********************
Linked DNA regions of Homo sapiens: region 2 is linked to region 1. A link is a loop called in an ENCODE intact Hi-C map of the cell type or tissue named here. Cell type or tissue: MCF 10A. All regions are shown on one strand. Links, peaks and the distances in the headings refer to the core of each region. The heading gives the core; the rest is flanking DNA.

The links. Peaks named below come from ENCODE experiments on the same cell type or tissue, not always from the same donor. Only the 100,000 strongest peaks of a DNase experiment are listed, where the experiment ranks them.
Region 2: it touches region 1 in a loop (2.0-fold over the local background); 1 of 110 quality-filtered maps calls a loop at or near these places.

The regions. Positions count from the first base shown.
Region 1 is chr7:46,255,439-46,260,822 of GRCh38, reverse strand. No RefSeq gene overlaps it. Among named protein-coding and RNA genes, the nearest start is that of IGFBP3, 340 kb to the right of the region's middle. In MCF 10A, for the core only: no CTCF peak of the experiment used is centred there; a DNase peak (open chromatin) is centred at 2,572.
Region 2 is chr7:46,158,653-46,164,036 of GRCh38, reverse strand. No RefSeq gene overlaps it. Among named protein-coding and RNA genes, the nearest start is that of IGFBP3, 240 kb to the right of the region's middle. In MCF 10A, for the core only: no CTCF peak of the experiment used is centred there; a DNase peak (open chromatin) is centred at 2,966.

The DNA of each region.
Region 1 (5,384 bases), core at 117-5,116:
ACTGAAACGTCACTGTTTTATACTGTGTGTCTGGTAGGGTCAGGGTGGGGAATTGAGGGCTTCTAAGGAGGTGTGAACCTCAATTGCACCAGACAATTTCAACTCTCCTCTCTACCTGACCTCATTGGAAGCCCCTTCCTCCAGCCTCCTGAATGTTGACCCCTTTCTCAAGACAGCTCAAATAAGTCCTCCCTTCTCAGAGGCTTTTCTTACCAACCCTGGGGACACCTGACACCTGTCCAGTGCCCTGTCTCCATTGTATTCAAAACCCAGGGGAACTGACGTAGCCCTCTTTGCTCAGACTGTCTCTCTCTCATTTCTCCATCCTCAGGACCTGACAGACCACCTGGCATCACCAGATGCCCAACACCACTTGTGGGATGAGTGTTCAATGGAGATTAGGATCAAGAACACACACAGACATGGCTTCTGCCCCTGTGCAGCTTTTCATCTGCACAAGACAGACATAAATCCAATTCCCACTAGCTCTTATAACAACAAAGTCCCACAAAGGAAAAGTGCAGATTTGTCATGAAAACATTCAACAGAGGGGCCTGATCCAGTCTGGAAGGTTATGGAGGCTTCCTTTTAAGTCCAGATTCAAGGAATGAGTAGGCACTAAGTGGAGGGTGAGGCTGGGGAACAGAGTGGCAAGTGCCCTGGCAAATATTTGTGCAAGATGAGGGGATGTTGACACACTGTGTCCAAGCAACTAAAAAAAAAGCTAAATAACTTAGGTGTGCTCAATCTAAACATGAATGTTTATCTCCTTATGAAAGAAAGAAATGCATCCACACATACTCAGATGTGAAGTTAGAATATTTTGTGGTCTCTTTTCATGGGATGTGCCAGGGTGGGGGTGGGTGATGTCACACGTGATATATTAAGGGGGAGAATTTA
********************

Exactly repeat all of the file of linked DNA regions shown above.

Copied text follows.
Linked DNA regions of Homo sapiens: region 2 is linked to region 1. A link is a loop called in an ENCODE intact Hi-C map of the cell type or tissue named here. Cell type or tissue: MCF 10A. All regions are shown on one strand. Links, peaks and the distances in the headings refer to the core of each region. The heading gives the core; the rest is flanking DNA.

The links. Peaks named below come from ENCODE experiments on the same cell type or tissue, not always from the same donor. Only the 100,000 strongest peaks of a DNase experiment are listed, where the experiment ranks them.
Region 2: it touches region 1 in a loop (2.0-fold over the local background); 1 of 110 quality-filtered maps calls a loop at or near these places.

The regions. Positions count from the first base shown.
Region 1 is chr7:46,255,439-46,260,822 of GRCh38, reverse strand. No RefSeq gene overlaps it. Among named protein-coding and RNA genes, the nearest start is that of IGFBP3, 340 kb to the right of the region's middle. In MCF 10A, for the core only: no CTCF peak of the experiment used is centred there; a DNase peak (open chromatin) is centred at 2,572.
Region 2 is chr7:46,158,653-46,164,036 of GRCh38, reverse strand. No RefSeq gene overlaps it. Among named protein-coding and RNA genes, the nearest start is that of IGFBP3, 240 kb to the right of the region's middle. In MCF 10A, for the core only: no CTCF peak of the experiment used is centred there; a DNase peak (open chromatin) is centred at 2,966.

The DNA of each region.
Region 1 (5,384 bases), core at 117-5,116:
ACTGAAACGTCACTGTTTTATACTGTGTGTCTGGTAGGGTCAGGGTGGGGAATTGAGGGCTTCTAAGGAGGTGTGAACCTCAATTGCACCAGACAATTTCAACTCTCCTCTCTACCTGACCTCATTGGAAGCCCCTTCCTCCAGCCTCCTGAATGTTGACCCCTTTCTCAAGACAGCTCAAATAAGTCCTCCCTTCTCAGAGGCTTTTCTTACCAACCCTGGGGACACCTGACACCTGTCCAGTGCCCTGTCTCCATTGTATTCAAAACCCAGGGGAACTGACGTAGCCCTCTTTGCTCAGACTGTCTCTCTCTCATTTCTCCATCCTCAGGACCTGACAGACCACCTGGCATCACCAGATGCCCAACACCACTTGTGGGATGAGTGTTCAATGGAGATTAGGATCAAGAACACACACAGACATGGCTTCTGCCCCTGTGCAGCTTTTCATCTGCACAAGACAGACATAAATCCAATTCCCACTAGCTCTTATAACAACAAAGTCCCACAAAGGAAAAGTGCAGATTTGTCATGAAAACATTCAACAGAGGGGCCTGATCCAGTCTGGAAGGTTATGGAGGCTTCCTTTTAAGTCCAGATTCAAGGAATGAGTAGGCACTAAGTGGAGGGTGAGGCTGGGGAACAGAGTGGCAAGTGCCCTGGCAAATATTTGTGCAAGATGAGGGGATGTTGACACACTGTGTCCAAGCAACTAAAAAAAAAGCTAAATAACTTAGGTGTGCTCAATCTAAACATGAATGTTTATCTCCTTATGAAAGAAAGAAATGCATCCACACATACTCAGATGTGAAGTTAGAATATTTTGTGGTCTCTTTTCATGGGATGTGCCAGGGTGGGGGTGGGTGATGTCACACGTGATATATTAAGGGGGAGAATTTA